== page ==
Trevor from 1 to 10 (affiliate link)

Trevor says that I can keep making these every ten years. He's still at that adorable age where he thinks he'll live with us forever and that of course he'll cooperate for birthday portraits and hold up numbers for the rest of his life. I hope so, but I'll settle for cooperation through age 18! 

Wednesday, January 3, 2018

Craft Roundups

Here's the latest batch of craft roundups I've made as Editor of Fun Family Crafts.

First, unicorn crafts. I've made exactly one, the unicorn headband for the party at SNAP Conference. It's in the roundup. I don't usually work with super girly colors and fonts, so it was fun to go all out for this graphic.

Apparently I've never made an angel craft. But now I've made an angel craft roundup!

I learned a lot about Kwanzaa by putting together this roundup

We have a ton of reindeer crafts on the site (86, to be exact) and it was tough to pick ten. As usual, I tried to showcase the widest possible variety. I think the hair ribbon is my favorite. 

I don't craft on New Year's Eve (because I'm too busy doing crazy cooking challenges and playing board games). But a lot of people do New Year's Eve crafts and there are some really cute ideas out there. 

Trevor and I have made exactly one football craft, but it didn't make the roundup. I think I was hungry when I made the graphic, because half of the projects are edible!

I love homemade games of all kinds. Two of mine are in this roundup. 

Winter crafts are some of my favorites. One of mine is in this roundup. (You can see all of my winter crafts here!)

And finally, Groundhog Day crafts. None are mine. 

As always, I made the graphics with PicMonkey (affiliate link). 

Tuesday, January 2, 2018

Baltimore Oriole Craft (NOT "May Oriole Dreams Come True")

This post contains affiliate links. Thanks for supporting My Creative Life!

I'm getting a jump on my resolution to create a craft inspired by each of the 50 states. This is the oriole I've been wanting to make since returning home from Baltimore

If I were the type of person who likes puns (which I am NOT), I might add text to the craft using PicMonkey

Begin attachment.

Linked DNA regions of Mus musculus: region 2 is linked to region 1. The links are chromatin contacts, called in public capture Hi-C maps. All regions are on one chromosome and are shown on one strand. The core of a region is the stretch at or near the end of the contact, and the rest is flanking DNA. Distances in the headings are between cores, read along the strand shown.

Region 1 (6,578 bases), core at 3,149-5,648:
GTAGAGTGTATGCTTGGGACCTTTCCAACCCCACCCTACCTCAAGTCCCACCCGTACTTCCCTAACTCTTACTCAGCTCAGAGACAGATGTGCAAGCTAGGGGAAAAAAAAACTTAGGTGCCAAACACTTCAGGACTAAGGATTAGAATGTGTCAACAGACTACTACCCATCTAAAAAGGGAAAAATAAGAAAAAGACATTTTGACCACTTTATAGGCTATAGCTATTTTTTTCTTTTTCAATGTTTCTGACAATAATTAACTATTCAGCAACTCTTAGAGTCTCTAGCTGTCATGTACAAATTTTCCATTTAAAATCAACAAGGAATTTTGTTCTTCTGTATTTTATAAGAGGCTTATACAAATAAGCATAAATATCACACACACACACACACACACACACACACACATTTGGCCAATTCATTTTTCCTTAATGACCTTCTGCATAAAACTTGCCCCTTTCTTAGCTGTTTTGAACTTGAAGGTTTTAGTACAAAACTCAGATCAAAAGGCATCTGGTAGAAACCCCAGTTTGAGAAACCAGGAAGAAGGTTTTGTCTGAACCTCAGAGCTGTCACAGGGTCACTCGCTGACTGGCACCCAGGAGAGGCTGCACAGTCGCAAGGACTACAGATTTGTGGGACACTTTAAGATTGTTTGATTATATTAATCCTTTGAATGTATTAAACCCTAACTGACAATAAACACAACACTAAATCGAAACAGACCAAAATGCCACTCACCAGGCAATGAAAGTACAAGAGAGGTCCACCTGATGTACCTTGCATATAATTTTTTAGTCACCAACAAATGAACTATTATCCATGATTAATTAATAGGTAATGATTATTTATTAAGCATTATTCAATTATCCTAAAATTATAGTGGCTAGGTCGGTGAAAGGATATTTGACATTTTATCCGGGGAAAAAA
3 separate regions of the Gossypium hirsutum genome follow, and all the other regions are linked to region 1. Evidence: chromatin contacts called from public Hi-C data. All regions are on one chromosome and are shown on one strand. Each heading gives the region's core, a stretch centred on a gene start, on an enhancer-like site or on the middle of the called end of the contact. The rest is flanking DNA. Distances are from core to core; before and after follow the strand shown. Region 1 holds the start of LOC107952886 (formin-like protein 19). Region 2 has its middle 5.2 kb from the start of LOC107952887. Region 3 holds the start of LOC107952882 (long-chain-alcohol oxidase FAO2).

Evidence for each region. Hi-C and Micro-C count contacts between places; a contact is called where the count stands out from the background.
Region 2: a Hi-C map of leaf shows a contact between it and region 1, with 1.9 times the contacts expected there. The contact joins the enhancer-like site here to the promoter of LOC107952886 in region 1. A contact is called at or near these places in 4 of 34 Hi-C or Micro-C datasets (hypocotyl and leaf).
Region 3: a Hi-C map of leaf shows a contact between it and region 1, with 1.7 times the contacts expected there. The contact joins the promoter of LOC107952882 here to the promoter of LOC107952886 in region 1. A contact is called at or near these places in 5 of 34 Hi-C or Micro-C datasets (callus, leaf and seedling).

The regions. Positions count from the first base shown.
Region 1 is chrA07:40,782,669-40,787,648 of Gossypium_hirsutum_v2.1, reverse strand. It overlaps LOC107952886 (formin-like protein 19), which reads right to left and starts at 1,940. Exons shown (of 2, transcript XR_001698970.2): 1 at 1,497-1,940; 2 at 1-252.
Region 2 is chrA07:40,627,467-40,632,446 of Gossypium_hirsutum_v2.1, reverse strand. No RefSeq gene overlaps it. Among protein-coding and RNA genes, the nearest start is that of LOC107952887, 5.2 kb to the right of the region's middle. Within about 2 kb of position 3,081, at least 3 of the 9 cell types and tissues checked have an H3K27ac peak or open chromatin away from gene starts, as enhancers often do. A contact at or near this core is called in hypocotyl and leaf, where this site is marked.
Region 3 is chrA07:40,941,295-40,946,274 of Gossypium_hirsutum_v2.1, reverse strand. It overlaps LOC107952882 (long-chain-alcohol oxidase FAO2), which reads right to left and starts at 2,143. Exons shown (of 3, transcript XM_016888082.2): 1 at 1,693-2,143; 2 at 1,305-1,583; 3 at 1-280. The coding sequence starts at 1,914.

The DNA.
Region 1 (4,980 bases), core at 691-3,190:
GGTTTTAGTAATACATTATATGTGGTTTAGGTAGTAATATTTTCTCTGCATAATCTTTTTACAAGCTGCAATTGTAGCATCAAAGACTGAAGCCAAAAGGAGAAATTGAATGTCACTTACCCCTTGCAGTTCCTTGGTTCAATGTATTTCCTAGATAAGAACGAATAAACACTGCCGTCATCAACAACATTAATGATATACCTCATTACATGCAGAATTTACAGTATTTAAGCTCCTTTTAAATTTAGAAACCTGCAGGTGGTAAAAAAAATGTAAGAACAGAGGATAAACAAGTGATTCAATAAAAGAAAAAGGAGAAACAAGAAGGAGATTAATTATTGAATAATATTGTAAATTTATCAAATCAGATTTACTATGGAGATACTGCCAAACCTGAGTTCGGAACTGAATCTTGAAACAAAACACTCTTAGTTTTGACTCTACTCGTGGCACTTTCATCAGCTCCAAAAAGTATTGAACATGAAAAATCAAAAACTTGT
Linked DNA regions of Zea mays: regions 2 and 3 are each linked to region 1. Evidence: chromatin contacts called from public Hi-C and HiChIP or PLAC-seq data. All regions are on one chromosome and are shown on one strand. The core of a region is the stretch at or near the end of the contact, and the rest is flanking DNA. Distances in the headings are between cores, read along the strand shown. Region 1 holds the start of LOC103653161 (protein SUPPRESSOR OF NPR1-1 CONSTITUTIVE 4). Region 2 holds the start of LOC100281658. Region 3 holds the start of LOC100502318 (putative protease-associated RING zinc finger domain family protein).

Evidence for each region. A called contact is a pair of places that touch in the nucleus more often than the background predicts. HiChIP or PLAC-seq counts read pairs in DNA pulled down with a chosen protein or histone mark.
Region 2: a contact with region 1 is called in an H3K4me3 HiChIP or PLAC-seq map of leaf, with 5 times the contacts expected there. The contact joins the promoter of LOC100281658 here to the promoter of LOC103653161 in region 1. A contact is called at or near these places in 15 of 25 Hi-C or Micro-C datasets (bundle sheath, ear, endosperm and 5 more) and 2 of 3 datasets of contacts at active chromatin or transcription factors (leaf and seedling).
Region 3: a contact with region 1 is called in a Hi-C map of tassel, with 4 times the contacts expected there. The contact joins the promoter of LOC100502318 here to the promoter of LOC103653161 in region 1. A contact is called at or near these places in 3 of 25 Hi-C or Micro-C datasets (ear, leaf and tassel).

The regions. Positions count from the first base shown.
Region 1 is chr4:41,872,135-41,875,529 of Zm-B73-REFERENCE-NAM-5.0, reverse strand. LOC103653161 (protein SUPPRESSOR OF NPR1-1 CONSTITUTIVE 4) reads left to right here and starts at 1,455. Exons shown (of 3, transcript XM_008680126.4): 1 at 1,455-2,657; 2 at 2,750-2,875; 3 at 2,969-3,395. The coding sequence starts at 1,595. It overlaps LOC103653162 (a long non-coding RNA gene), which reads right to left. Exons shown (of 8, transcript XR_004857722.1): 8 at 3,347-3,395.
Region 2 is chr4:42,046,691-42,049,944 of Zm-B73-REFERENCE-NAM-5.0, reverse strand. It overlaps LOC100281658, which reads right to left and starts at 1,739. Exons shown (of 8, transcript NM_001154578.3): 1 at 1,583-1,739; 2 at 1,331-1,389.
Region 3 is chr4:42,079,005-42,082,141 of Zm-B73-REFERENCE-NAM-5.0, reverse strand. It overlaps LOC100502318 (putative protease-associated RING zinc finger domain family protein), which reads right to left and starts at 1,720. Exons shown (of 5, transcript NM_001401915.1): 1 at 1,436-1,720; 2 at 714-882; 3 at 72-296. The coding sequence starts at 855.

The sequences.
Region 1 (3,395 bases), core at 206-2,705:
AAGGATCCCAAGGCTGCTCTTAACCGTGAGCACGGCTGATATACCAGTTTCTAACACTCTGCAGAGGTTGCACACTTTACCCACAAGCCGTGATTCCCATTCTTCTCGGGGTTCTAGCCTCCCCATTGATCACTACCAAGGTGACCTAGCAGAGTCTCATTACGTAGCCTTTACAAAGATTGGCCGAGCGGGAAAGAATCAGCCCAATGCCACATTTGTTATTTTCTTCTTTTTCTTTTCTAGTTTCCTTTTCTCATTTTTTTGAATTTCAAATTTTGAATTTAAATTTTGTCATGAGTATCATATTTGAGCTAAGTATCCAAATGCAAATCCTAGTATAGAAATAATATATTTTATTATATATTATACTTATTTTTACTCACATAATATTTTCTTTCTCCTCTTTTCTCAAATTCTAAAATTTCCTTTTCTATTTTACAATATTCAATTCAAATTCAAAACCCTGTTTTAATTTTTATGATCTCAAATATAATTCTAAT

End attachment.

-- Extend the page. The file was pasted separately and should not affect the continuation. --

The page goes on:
Shockingly, nothing came up when I googled "May Oriole Dreams Come True." Too bad I'm not someone who likes puns, since I apparently invented one. I'm not really into speech bubbles either. But if I were into puns AND speech bubbles, this is how my oriole would look. 

You can make your own oriole, punful or punless, in just a few minutes. 


Baltimore Oriole Craft



1. With the circle punch, cut out an orange circle and a black semicircle. (Just put the punch in halfway and you'll get a nice semicircle). With the scissors, cut a teardrop shape from the black paper. This will be the wing.

2. Use the q-tip to rub white ink onto the wing, starting about midway and ending toward the pointy end. 

3. Cut about ten leaves using the leaf punch.

4. With the scissors, cut a strip of brown the same height as the blue background paper. Cut a narrower, tapering piece of brown that will be the branch. Cut a few slivers of brown from the scraps to make twigs.

5. Use the grey cardstock to cut a small triangle. Snip a tiny sliver out of the point to suggest an upper and lower beak. 

6. Start by gluing the branch horizontally along the bottom third of the paper. Glue the tree trunk flush with the right side of the paper. Add twigs and leaves along the branch. 

7. Assemble the oriole by gluing the black semicircle to the orange circle. The wing goes in the center, pointing toward the lower right. Glue the beak and the eye in place. Finally, glue the oriole to the branch. 

8. Add text (or don't). It's up to you!

This oriole is actually my third craft inspired by the state of Maryland. You can see the others, and find links to all my favorite Annapolis and Baltimore destinations, on my Maryland Travel page. 

Monday, January 1, 2018

Creative Plans for 2018

Happy New Year to all of you!

Every year I pick resolutions for myself that relate to my creative life, which means it's time to look back and see how I did.

In 2017, I resolved to:

  • Complete an average of one scrapbook layout a week.
Check! I made exactly 52 layouts. 
  • Migrate to Wordpress and make other changes to improve usability and attract more readers.
Looking at this now a year later, I see that I should have split this into two or more goals. I actually joined a "Bloggers on Blogger" group and made an informed decision not to migrate to Wordpress. I made huge changes to improve usability throughout the blog. I'm calling this goal a success.
  • Explore new ways to monetize the blog.
Check! I've added more affiliates and am adding banner ads at the end of some of my posts. I added a single ad to the right-hand column. Blog revenue is small but growing.
  • Attend a blogging conference.
Check! I went to SNAP Conference in April and came home with new friends, useful business connections, a lot more knowledge about blogging, and tons of inspiration. 
  • Complete, photograph and share my craft room reorganization.
Check! I love my newly-organized room!
  • Improve my photography skills through classes, challenges and practice.
Check! I took a photography class at SNAP and have been practicing with both my camera and my iPhone. I've progressed significantly with my photo editing skills.
  • Try at least one new-to-me craft.
Check! I took a crochet class at SNAP. It was fun, but I'm going to need a more instruction if I ever want to take up crochet!


And here are my goals and priorities for 2018! Wish me luck!

Did you make any resolutions related to creativity or crafting? I'd love to hear them!